The recent oil spill in the Gulf of Mexico was not the largest in history nor will it be the last, according to T.C. (Mike) Chung, professor of materials science and engineering at Penn State. But a recent patent-pending material developed by Chung could dramatically reduce the environmental damage if deployed on a wide scale.
Chungs material is a new polyolefin-based petroleum superabsorbent called Petro-SAP that not only absorbs floating oil, but allows for the recovery and subsequent refining of the captured oil. When applied to an oil spill, Petro-SAP immediately begins to absorb oil (but not water), and within 10 minutes will increase its weight by more than 10 times. Within 12 hours, Petro-SAP can absorb 40 times its own weight in oil. The resultant solid mass will continue to float on the surface and can be scooped up from the water or shore. Chung also speculates that the material could be applied directly to a leaking deep sea well head to create a gel that would mitigate damage to the deep marine environment.
Polyolefin products are inexpensive and widely produced polymeric materials. Chung estimates that the cost of commercially producing Petro-SAP could be below $2 per pound, while the amount of oil recovered per pound of material - around 5 gallons - would be worth $12, based on $80 a barrel crude oil. In addition, Petro-SAP can be refined along with the absorbed oil to avoid the large amount of hazardous waste byproducts that result from the disposal of other clean-up materials that are burned or land-filled after use. Chung believes his new material far outperforms any of the current methods of oil cleanup, citing its high oil absorption capability, fast kinetics, easy recovery from the water surface, lack of water absorption, benign disposal, and cost effectiveness.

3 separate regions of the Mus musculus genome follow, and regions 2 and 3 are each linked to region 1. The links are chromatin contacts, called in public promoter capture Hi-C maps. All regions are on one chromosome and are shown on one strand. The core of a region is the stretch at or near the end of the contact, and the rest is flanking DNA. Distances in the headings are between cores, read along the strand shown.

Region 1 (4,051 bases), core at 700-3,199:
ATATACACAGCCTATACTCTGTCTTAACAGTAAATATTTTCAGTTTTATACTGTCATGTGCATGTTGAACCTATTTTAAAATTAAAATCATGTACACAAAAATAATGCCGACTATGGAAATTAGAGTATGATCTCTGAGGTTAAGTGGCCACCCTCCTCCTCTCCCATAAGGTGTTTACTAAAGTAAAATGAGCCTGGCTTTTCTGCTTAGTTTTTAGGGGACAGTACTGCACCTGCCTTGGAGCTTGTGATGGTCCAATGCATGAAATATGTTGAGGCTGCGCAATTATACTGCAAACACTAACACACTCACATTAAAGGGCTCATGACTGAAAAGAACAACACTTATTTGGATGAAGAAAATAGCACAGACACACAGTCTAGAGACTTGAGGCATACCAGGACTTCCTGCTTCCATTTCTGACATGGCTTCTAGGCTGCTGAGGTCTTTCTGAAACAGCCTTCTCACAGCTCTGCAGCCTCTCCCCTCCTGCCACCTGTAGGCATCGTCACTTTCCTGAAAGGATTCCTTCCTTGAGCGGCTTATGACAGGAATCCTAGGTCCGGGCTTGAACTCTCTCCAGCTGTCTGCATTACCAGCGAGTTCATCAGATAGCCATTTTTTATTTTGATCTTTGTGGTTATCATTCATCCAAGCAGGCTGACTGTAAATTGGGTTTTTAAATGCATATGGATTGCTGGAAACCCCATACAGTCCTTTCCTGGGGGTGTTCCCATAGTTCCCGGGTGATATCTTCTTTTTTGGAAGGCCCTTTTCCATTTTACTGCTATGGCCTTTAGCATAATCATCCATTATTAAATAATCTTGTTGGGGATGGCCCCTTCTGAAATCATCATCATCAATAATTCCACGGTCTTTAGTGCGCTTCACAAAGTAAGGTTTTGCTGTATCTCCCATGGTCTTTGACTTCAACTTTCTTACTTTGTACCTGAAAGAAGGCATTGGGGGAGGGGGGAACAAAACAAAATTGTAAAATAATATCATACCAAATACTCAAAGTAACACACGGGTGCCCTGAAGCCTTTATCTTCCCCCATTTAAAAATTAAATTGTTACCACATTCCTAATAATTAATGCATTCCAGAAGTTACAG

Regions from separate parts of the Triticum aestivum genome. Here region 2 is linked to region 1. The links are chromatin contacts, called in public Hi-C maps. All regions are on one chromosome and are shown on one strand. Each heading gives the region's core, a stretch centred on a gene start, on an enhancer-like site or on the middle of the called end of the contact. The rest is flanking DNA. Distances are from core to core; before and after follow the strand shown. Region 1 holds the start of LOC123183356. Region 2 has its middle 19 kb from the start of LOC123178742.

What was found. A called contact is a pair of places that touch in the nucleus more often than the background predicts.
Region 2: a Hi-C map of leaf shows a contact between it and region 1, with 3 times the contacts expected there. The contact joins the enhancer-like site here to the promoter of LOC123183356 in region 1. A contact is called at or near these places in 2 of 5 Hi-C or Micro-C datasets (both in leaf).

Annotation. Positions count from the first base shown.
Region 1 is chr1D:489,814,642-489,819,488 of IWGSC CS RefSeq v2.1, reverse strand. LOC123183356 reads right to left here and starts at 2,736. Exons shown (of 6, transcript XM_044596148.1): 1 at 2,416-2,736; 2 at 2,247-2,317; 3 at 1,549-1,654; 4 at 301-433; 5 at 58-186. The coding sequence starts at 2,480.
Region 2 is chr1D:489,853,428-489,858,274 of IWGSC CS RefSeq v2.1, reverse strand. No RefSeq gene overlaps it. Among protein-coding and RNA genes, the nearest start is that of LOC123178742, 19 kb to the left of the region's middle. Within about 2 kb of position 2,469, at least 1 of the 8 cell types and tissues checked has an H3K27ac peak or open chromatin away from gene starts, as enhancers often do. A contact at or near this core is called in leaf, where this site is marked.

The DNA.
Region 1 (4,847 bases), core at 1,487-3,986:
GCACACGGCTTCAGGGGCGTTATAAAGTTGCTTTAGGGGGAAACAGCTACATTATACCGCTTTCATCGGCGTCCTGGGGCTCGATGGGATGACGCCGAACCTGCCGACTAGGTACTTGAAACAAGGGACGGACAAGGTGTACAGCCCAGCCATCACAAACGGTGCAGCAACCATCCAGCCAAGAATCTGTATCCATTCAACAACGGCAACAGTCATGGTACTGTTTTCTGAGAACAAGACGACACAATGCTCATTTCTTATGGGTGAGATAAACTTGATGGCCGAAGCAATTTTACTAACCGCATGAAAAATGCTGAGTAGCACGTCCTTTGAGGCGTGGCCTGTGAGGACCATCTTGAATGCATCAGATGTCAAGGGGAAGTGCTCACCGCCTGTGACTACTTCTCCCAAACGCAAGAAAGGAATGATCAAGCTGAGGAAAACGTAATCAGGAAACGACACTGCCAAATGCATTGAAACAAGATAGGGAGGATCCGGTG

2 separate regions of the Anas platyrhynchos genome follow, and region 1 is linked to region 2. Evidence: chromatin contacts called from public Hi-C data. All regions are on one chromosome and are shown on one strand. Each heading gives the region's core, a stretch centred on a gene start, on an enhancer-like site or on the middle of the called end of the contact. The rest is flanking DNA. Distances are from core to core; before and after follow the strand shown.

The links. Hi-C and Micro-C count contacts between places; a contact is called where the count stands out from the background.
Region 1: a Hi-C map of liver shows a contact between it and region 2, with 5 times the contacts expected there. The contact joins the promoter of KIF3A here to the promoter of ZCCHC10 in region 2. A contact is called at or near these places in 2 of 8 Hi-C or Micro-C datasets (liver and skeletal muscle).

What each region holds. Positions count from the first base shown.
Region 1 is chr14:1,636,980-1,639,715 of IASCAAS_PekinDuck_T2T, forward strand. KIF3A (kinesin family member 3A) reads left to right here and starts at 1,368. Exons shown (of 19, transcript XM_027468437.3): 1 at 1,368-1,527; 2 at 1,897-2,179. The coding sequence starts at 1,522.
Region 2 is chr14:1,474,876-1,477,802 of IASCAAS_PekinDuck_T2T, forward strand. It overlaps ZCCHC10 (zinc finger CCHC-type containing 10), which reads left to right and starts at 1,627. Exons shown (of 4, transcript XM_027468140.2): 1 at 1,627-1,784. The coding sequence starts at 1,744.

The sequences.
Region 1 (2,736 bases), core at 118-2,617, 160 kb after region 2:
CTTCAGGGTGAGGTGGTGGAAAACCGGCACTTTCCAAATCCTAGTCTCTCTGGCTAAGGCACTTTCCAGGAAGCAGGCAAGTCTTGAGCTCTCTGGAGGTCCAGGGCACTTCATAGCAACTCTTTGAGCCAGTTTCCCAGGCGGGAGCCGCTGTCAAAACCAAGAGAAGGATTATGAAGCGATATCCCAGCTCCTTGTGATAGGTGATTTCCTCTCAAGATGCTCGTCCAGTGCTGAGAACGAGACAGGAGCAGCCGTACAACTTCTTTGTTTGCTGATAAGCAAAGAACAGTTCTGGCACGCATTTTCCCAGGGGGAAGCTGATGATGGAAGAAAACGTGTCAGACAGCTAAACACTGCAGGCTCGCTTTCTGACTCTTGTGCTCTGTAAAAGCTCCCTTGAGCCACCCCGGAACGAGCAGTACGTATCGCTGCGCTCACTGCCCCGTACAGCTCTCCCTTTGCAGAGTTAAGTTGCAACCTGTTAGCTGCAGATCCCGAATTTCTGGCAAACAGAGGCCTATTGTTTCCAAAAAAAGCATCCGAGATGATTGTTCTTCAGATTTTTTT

Two videos of Petro-SAP in action, created by Penn States Materials Science and Engineering Department, are posted below. You can also read the inventors more detailed description of his Petro-SAP.
Explore further: Video: Using microbes to generate bioplastics